Yes. And, you know, I know that people that are listening to your show, by the way, if you’re listening, make sure that you go and subscribe to the podcast wherever you get it and leave Lesley a five star review. And even a comment that because that helps with the ranking that helps to reach more people and take like one thing that you’ve learned in this or any other episode and share that and maybe share that podcast with one other person. Having said that, you know, it is really critical that you recognize that when you go out there and you will have hardship and you are overcoming and you’re trying to be free you know getting from overwhelmed to awesome, you know, that’s what I wrote my book about Happy Woman Happy World is that you give yourself a time limit on when you are allowed to, to, you know, to drown yourself in sorrow. But I was very diligent. I’ve worried about money twice a month when I had to pay bills, and then I literally shut it down. Because I could not be a mom, a single parent, raise my kid, try to, you know, get business with that in my head all the time. So the drowning in a puddle is, is also the the backbone, not the wishbone, the backbone that you must build to say, obviously, there’s something larger at work and you will relate to this. I always believe that people that I work with have been activated. Only somebody who has been activated even knows what that means. And the activation isn’t presented to you on a velvet cushion.

Lesley Logan
No, no, I feel like I feel like you get activated because you went through the hardship and you kept going, you know, you get going and you can realize and go wow, look at I just look at I look at I were able to do, you know, Oh, brilliant.

Beate Chelette
Yeah. So if you if you are going through hardship, congratulations. Because that means you’ve been activated. And that means that you are now creating the story that you’re here to tell. And the experience you’re here to share. And the overcoming, you might be teaching.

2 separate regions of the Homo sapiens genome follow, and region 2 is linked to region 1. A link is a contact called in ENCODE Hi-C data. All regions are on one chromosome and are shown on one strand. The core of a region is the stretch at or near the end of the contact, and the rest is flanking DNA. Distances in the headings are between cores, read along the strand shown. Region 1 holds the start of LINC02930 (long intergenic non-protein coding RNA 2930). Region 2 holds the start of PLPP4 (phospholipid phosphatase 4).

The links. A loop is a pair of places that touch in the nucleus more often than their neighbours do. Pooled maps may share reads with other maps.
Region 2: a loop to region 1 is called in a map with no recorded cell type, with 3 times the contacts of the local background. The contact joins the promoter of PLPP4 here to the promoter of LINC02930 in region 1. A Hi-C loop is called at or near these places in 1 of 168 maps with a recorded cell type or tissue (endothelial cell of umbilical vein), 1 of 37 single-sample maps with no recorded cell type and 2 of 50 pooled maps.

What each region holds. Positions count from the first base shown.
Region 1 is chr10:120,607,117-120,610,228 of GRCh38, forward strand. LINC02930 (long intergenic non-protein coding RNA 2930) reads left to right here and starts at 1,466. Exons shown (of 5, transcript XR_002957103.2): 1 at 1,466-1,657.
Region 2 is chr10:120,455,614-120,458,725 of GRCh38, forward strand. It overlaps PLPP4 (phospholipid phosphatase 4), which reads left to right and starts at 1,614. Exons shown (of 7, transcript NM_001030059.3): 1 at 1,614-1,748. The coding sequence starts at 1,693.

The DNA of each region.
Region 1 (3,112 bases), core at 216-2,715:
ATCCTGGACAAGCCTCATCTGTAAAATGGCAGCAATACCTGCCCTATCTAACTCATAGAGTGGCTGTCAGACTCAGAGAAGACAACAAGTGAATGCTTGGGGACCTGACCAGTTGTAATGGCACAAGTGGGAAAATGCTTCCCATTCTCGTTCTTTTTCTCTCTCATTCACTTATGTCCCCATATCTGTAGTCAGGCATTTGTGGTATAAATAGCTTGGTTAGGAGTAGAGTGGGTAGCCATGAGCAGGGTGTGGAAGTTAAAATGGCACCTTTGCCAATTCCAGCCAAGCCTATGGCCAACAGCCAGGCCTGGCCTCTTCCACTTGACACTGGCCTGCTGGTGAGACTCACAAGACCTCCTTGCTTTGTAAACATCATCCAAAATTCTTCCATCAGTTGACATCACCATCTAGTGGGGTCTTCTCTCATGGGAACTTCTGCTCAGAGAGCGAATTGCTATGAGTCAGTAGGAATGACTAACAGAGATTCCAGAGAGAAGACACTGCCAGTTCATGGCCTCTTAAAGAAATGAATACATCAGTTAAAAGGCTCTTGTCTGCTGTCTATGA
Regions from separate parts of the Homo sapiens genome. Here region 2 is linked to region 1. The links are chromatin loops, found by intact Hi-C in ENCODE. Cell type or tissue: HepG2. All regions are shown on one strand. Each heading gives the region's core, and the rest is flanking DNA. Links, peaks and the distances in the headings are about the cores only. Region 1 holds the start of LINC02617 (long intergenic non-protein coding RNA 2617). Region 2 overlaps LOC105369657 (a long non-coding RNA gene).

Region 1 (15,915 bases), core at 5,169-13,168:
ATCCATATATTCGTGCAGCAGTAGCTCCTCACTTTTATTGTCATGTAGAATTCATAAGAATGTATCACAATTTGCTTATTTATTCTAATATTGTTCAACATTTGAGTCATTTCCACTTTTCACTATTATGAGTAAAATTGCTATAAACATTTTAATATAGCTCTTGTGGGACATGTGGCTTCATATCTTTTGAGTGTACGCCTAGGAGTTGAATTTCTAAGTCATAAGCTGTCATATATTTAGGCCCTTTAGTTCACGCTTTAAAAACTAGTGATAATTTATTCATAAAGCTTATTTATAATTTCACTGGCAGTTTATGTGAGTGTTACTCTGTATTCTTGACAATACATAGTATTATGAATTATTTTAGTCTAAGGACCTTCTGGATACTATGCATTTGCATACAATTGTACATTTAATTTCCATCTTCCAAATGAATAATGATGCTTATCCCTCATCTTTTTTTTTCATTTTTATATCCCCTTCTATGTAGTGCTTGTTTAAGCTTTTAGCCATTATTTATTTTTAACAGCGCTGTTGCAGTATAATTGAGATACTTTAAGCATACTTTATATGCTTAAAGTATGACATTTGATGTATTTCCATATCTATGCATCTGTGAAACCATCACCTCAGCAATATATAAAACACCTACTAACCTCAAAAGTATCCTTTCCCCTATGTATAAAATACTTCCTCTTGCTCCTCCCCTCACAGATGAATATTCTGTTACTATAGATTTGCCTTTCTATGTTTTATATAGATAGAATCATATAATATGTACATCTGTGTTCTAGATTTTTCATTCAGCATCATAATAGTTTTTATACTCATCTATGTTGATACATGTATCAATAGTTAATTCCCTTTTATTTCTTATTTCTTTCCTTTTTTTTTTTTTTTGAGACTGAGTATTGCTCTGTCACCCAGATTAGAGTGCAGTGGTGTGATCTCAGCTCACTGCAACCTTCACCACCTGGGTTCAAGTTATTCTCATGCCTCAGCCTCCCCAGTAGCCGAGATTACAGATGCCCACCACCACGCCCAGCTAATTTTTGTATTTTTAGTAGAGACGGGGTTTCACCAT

Lesley Logan
Yeah, yeah, I am. I called up a like a business mentor of mine over the holiday. And I was telling him what I was going through and his response was, and I was like, distraught. Right? And his response was, congratulations, you’ve made it. Like, I started laughing. I was like, that’s, that’s what the help you’re gonna get. That’s not what I was looking for. I was looking for the answer. He gave me a couple of questions. And I was like, I and of course, when we hung up, I was like, that’s exactly what I needed. But it’s so it’s so funny. In the moment, when you’re just like, you’re like feeling it, and you’re like, I just want someone to say it’s gonna be okay. They’re like, they just laugh a little bit at you, because it’s like, welcome to the party of working for yourself. And you get to go through this so that you can actually come out the other side with this experience of how you’re gonna handle these kinds of situations and have this muscle. And I think we all want the hardship to not be there. And if you’re a parent, you definitely don’t want your kids to have any hardship. And the problem with that is, you don’t get activated, you don’t get these muscles and you don’t get this competence. You can go through these things. If you had not gone through it, you’re going through, I can’t imagine you would have had this muscle to look at someone coming from a Bill Gates company and saying, You can have it if you pay for it. Like you know what I mean? Like that competence. And that response comes from someone who, like, worked through all this stuff and like realizes what they’re sitting on.